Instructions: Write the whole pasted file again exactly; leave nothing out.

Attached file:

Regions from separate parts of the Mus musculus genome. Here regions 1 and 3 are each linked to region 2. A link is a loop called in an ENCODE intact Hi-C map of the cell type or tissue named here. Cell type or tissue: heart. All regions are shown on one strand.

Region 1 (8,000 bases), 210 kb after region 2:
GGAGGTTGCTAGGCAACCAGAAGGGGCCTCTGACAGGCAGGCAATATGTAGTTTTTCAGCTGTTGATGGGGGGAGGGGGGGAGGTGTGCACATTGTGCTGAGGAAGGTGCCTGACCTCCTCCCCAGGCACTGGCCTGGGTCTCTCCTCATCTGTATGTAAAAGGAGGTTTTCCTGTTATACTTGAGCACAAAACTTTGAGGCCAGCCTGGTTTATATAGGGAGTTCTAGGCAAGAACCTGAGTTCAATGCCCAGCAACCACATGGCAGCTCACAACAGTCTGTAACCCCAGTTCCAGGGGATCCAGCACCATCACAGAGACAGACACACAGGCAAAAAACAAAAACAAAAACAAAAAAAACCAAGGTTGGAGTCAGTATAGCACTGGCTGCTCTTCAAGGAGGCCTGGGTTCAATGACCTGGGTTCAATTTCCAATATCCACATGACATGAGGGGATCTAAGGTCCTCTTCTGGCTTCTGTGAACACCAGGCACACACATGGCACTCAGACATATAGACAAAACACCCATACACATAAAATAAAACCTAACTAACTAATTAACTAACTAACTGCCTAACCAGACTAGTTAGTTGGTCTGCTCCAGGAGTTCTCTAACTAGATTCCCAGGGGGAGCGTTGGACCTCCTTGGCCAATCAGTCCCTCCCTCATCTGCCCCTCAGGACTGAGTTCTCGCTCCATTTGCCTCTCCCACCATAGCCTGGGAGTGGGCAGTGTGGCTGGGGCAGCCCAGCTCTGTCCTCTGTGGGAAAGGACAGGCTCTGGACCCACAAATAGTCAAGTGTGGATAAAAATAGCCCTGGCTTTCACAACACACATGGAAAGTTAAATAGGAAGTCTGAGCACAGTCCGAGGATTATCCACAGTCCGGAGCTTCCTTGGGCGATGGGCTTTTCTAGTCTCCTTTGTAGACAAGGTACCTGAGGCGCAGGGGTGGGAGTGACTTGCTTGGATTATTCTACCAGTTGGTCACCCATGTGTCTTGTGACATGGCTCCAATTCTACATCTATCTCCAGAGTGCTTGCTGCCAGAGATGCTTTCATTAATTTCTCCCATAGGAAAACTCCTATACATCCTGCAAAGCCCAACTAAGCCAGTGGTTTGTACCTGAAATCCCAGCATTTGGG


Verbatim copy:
Regions from separate parts of the Mus musculus genome. Here regions 1 and 3 are each linked to region 2. A link is a loop called in an ENCODE intact Hi-C map of the cell type or tissue named here. Cell type or tissue: heart. All regions are shown on one strand.

Region 1 (8,000 bases), 210 kb after region 2:
GGAGGTTGCTAGGCAACCAGAAGGGGCCTCTGACAGGCAGGCAATATGTAGTTTTTCAGCTGTTGATGGGGGGAGGGGGGGAGGTGTGCACATTGTGCTGAGGAAGGTGCCTGACCTCCTCCCCAGGCACTGGCCTGGGTCTCTCCTCATCTGTATGTAAAAGGAGGTTTTCCTGTTATACTTGAGCACAAAACTTTGAGGCCAGCCTGGTTTATATAGGGAGTTCTAGGCAAGAACCTGAGTTCAATGCCCAGCAACCACATGGCAGCTCACAACAGTCTGTAACCCCAGTTCCAGGGGATCCAGCACCATCACAGAGACAGACACACAGGCAAAAAACAAAAACAAAAACAAAAAAAACCAAGGTTGGAGTCAGTATAGCACTGGCTGCTCTTCAAGGAGGCCTGGGTTCAATGACCTGGGTTCAATTTCCAATATCCACATGACATGAGGGGATCTAAGGTCCTCTTCTGGCTTCTGTGAACACCAGGCACACACATGGCACTCAGACATATAGACAAAACACCCATACACATAAAATAAAACCTAACTAACTAATTAACTAACTAACTGCCTAACCAGACTAGTTAGTTGGTCTGCTCCAGGAGTTCTCTAACTAGATTCCCAGGGGGAGCGTTGGACCTCCTTGGCCAATCAGTCCCTCCCTCATCTGCCCCTCAGGACTGAGTTCTCGCTCCATTTGCCTCTCCCACCATAGCCTGGGAGTGGGCAGTGTGGCTGGGGCAGCCCAGCTCTGTCCTCTGTGGGAAAGGACAGGCTCTGGACCCACAAATAGTCAAGTGTGGATAAAAATAGCCCTGGCTTTCACAACACACATGGAAAGTTAAATAGGAAGTCTGAGCACAGTCCGAGGATTATCCACAGTCCGGAGCTTCCTTGGGCGATGGGCTTTTCTAGTCTCCTTTGTAGACAAGGTACCTGAGGCGCAGGGGTGGGAGTGACTTGCTTGGATTATTCTACCAGTTGGTCACCCATGTGTCTTGTGACATGGCTCCAATTCTACATCTATCTCCAGAGTGCTTGCTGCCAGAGATGCTTTCATTAATTTCTCCCATAGGAAAACTCCTATACATCCTGCAAAGCCCAACTAAGCCAGTGGTTTGTACCTGAAATCCCAGCATTTGGG